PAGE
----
Four Severe Weather Preparedness Tools Worth Saving Today
Search the Library
April 23, 2018
As we settle into spring, we exchange lingering winter weather risks for springtime hazards like thunderstorms, tornadoes and hurricanes. The season’s rising temperatures mean devastating storms could pop up anytime, anywhere. In the first three months of last year alone, the National Weather Service confirmed more than 350 tornadoes. That’s why now is the time to prepare your workforce for severe weather – before and after it hits.
Consider these weather safety and response resources to put you on the immediate path to preparedness:
- Ready Business Toolkits
These hazard-specific toolkits from Ready.gov are designed to help business leaders build a preparedness and response plan for weather threats like tornadoes, flooding, power outages and more. Ready.gov offers a wealth of other preparedness resources for businesses, including crisis communication and business continuity tools, implementation tips and testing exercises.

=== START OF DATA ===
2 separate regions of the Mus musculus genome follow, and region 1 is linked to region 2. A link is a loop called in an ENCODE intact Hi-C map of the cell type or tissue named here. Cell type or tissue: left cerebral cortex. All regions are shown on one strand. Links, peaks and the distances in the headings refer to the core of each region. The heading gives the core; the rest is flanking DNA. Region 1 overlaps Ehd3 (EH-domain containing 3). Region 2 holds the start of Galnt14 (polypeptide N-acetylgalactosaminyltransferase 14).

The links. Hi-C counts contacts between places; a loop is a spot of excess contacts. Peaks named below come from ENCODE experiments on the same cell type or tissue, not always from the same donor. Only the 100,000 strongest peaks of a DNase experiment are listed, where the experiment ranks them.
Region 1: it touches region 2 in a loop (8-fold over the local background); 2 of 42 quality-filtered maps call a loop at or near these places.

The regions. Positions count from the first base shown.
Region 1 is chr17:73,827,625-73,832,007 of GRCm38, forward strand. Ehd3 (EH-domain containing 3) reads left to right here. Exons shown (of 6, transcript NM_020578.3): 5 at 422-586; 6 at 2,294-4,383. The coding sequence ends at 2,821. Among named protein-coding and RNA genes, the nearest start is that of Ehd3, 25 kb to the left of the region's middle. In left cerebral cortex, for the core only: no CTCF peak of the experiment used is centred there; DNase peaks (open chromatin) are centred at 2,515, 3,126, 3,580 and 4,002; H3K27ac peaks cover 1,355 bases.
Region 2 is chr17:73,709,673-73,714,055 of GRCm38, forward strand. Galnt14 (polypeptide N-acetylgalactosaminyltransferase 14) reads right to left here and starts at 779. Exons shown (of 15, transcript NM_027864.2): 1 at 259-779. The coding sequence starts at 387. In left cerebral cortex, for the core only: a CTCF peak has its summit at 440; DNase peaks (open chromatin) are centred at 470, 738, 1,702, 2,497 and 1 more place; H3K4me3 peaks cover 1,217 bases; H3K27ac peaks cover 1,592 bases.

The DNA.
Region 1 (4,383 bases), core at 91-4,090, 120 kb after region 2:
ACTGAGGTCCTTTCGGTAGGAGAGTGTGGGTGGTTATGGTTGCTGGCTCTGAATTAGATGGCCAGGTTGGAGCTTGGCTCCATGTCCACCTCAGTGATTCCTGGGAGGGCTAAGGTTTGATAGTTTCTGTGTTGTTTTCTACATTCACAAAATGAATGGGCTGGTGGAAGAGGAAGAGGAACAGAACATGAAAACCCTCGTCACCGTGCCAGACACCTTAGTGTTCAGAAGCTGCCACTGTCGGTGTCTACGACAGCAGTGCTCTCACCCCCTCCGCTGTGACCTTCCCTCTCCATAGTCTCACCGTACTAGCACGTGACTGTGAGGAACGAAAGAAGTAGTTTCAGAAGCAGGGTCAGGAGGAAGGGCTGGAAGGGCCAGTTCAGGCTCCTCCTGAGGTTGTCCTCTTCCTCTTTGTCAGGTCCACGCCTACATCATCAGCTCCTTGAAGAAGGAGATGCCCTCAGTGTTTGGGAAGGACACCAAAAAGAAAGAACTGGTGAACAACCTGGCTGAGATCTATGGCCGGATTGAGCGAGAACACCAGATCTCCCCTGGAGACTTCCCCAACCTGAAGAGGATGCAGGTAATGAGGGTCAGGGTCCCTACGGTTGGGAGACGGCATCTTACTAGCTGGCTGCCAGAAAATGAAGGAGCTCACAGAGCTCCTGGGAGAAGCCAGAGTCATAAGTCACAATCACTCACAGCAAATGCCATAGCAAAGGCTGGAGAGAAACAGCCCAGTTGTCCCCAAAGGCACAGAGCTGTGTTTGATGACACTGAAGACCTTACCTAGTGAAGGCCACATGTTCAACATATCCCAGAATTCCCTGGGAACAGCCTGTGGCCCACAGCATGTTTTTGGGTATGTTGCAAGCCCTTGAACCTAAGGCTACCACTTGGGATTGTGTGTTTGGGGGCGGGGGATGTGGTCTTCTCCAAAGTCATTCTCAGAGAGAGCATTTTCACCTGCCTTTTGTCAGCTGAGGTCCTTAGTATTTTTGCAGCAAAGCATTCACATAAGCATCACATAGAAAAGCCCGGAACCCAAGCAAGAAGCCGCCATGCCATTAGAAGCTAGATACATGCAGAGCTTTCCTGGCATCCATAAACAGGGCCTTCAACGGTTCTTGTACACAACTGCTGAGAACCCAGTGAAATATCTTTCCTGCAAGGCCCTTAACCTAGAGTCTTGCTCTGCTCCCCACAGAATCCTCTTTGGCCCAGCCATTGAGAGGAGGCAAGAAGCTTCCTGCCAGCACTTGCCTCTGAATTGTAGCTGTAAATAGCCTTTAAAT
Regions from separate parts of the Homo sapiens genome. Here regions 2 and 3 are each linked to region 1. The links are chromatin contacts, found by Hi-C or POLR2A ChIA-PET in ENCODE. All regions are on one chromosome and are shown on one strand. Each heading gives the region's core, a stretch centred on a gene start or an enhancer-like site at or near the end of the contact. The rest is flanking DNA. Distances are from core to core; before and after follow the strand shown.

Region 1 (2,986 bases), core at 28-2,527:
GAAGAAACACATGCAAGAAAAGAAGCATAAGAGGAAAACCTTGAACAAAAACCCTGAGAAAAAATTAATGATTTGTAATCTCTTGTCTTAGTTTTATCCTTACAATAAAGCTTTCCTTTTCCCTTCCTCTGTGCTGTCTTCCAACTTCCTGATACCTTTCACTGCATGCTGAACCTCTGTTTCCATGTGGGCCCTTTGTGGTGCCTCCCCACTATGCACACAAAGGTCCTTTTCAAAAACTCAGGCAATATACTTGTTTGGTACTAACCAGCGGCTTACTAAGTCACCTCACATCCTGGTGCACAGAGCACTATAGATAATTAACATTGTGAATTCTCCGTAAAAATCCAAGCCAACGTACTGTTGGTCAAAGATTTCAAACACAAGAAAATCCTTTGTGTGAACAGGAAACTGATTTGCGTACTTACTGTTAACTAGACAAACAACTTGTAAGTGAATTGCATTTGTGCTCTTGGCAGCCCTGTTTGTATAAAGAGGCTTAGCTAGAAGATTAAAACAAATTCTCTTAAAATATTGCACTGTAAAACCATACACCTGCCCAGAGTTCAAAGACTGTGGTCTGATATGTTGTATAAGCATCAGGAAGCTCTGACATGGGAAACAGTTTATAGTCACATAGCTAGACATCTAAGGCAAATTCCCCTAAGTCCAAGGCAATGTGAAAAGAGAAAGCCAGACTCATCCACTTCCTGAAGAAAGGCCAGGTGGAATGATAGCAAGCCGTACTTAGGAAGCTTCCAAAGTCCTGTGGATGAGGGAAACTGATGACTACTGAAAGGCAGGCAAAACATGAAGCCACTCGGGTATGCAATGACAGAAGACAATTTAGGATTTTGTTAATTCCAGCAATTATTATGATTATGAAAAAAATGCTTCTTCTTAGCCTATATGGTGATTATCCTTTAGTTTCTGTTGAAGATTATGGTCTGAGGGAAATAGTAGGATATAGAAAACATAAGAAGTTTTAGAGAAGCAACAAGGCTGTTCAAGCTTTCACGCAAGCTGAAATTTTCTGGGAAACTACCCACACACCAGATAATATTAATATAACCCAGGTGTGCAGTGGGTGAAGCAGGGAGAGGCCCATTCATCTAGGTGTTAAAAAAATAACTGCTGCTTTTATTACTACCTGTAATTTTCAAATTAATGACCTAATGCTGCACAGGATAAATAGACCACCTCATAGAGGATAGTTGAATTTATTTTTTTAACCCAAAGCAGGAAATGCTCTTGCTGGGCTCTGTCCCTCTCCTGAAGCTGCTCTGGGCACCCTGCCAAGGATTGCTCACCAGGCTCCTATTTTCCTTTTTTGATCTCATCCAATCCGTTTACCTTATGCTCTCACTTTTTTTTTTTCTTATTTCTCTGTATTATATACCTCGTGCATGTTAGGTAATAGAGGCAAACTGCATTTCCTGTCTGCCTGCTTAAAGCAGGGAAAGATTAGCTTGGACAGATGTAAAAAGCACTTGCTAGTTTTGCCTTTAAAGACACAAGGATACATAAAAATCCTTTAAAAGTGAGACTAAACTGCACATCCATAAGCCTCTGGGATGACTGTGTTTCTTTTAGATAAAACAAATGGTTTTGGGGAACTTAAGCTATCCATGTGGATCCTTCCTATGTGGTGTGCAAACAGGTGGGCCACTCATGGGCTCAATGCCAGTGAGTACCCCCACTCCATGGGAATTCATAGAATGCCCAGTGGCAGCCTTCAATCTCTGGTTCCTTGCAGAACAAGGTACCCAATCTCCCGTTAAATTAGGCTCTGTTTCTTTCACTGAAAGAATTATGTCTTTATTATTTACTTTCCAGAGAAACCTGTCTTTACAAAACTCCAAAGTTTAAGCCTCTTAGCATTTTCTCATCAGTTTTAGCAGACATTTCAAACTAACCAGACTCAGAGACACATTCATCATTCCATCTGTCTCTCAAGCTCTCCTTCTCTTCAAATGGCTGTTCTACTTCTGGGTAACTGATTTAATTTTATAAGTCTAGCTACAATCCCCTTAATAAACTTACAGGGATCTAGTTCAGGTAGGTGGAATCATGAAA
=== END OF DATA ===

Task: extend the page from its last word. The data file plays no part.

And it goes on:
- CDC Storm, Flood and Hurricane Response Resources
This extensive guide to safe emergency response exists to help protect workers and volunteers from common cleanup hazards. Visit the site for information about disaster site management, generator safety, electrical hazards and more.
- Weather Alert Technology
One of the most important preparedness efforts is being alert to changing weather conditions. Take advantage of severe weather notification systems like weather radios, desktop websites and widgets, and smartphone applications. A few tools to consider are:
- NOAA’s Weather Radar and Alerts App – For iPhone and Android
- Desktop sites like weather.com, Weatherbug.com or AccuWeather.com
- Weather Channel Severe Weather Alerts service
Find more weather alert resources in the UH Weather Alerts flyer.
- United Heartland Severe Weather Safety ResourcesFor downloadable posters, checklists and other safety materials, checkout the weather resources in the the United Heartland Resource Library.
For more information about severe weather preparedness, contact your United Heartland Loss Control representative.
Share this resource:
URL coppied to clipboard.
Or send it directly to someone via our email form: